GR: Goodreads user Michele asks: Once you complete a book, do you find it challenging to move on from the characters you have so thoroughly cultivated in order to create your next work, or do some characters continue to occupy your consciousness long after the book is finished?

LS: Absolutely. I don't think of it as my moving on; it's more like they move on. I hate to say it, because it makes me sound like a crazy person, but there are times when I'll be out doing something and I can hear Lily say something to me, or Pearl, or A-ma. They'll talk to me—the ones from the past, but also the ones I'm currently working on. They'll kind of crop up like, "By the way, I'm still here."

Read the full interview with See here. Missing out on our newsletters? Be sure to sign up!


Check out more recent blogs:
If Belle Were on Goodreads, She'd Probably Act a Lot Like Emma Watson
The National Book Critics Circle Awards Pick LaRose, Evicted
St. Patrick's Day: Some Fictional Alternatives to Green Beer
20 Problems Only Book Lovers Understand
Today Only: Get up to 85% off NYT Bestsellers! (U.S. members)
Posted by Cybil on March 19, 2017



For one day only, get amazing deals on more than 30 New York Times bestsellers! U.S. members save up to 85% on popular ebooks including Lin-Manuel Miranda's Hamilton: The Revolution, the heartbreaking After You by Jojo Moyes, and Tana French's edge-of-your-seat thriller In the Woods.

Check out the full list of exciting deals to find your next favorite book!



Want more great books at great prices delivered to your inbox daily?

Sign up to get personalized ebook deals based on genres you love to read, including:
  • Bestsellers
  • Mystery & Thrillers
  • Fantasy & Sci-Fi
  • Romance
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If there's an exceptional ebook deal for a book on your Want to Read shelf, we'll let you know -- another great reason to keep your Want to Read list updated.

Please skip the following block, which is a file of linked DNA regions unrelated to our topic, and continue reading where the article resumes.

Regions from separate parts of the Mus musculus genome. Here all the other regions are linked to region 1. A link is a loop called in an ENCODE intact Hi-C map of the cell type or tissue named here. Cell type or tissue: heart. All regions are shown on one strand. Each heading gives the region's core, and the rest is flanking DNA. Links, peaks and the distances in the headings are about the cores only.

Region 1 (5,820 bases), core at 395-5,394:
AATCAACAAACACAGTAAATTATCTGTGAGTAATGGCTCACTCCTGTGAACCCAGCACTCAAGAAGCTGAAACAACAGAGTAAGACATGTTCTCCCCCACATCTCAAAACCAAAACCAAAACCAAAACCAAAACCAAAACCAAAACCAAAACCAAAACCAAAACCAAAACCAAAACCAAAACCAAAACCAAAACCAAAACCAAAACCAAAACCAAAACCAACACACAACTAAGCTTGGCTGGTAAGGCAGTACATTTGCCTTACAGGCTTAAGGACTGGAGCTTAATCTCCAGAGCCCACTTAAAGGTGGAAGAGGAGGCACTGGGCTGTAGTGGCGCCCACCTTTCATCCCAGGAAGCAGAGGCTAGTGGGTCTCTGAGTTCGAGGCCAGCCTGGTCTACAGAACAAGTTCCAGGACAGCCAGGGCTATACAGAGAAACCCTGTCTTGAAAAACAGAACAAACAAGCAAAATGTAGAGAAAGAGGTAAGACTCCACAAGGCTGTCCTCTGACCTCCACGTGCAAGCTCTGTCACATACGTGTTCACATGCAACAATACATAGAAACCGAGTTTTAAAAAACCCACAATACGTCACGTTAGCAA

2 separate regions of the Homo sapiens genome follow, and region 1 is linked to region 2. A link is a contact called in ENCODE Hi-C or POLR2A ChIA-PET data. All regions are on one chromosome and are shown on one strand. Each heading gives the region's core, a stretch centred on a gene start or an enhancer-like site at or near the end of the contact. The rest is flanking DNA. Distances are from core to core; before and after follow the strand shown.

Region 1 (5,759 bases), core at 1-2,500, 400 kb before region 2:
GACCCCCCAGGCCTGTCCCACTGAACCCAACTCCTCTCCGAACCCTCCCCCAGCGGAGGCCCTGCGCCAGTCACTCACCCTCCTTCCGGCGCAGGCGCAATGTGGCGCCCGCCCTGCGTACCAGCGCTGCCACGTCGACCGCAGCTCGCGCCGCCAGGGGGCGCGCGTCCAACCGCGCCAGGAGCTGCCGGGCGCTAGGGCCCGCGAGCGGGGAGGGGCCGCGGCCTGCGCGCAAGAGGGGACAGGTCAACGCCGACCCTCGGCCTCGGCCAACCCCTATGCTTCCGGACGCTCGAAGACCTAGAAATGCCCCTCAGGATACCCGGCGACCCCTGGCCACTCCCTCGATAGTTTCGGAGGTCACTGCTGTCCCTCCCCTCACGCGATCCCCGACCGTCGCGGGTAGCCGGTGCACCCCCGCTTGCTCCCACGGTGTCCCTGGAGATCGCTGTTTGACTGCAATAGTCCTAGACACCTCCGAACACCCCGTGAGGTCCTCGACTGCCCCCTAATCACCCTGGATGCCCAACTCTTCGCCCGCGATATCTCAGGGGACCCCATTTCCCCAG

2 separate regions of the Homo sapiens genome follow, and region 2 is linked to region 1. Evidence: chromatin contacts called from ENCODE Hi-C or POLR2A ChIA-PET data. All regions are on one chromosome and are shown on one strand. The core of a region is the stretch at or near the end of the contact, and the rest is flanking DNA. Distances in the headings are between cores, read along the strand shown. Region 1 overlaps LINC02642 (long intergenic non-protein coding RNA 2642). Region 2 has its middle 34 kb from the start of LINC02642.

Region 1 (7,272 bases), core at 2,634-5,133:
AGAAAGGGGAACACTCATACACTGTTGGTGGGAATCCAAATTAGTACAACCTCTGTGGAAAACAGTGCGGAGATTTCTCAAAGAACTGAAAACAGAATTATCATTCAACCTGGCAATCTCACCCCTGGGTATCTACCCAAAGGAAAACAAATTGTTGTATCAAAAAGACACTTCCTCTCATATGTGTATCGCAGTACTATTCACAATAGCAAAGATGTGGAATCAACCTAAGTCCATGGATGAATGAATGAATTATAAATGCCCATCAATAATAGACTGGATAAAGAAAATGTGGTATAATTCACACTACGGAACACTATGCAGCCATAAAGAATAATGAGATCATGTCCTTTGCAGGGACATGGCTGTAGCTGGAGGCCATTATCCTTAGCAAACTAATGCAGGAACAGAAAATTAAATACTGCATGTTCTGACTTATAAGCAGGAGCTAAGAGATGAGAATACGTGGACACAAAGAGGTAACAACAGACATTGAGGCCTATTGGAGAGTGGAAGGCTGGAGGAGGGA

In addition, when one of the authors you follow has a not-to-be-missed promotion on an ebook, we'll email you. Make sure you’re following all your favorite authors on Goodreads so you don’t miss out!

Goodreads Deals are available from the following retailers: Amazon Kindle, Apple iBooks, Barnes & Noble Nook, Google Play Books, and Kobo.



Happy reading!




If Belle Were on Goodreads, She'd Probably Act a Lot Like Emma Watson
Posted by Cybil on March 17, 2017



Disney's live-action remake of Beauty and the Beast hits theaters this weekend! For many readers, this is so much more than a princess movie: The "tale as old as time" is as much a love story about Belle and her books as it is about Belle and her prince-turned-monster.

In other words, Belle is important to book lovers. Luckily, so is the actress who's portraying her in the new film. From Hermione to UN Women Goodwill Ambassador, Emma Watson is basically our modern-day Belle—and she talks like her, too.


And, like Belle, Emma can't keep her love of books to herself. Last year, she joined Goodreads and started Our Shared Shelf, a feminist book club that now has more than 150,000 members around the world.



Every other month, Our Shared Shelf selects a new book to read and discuss. They're currently tackling Women Who Run with the Wolves: Myths and Stories of the Wild Woman Archetype (a nice parallel with Beauty and the Beast), but you can check out all of their past selections below.


Our Shared Shelf's Book Picks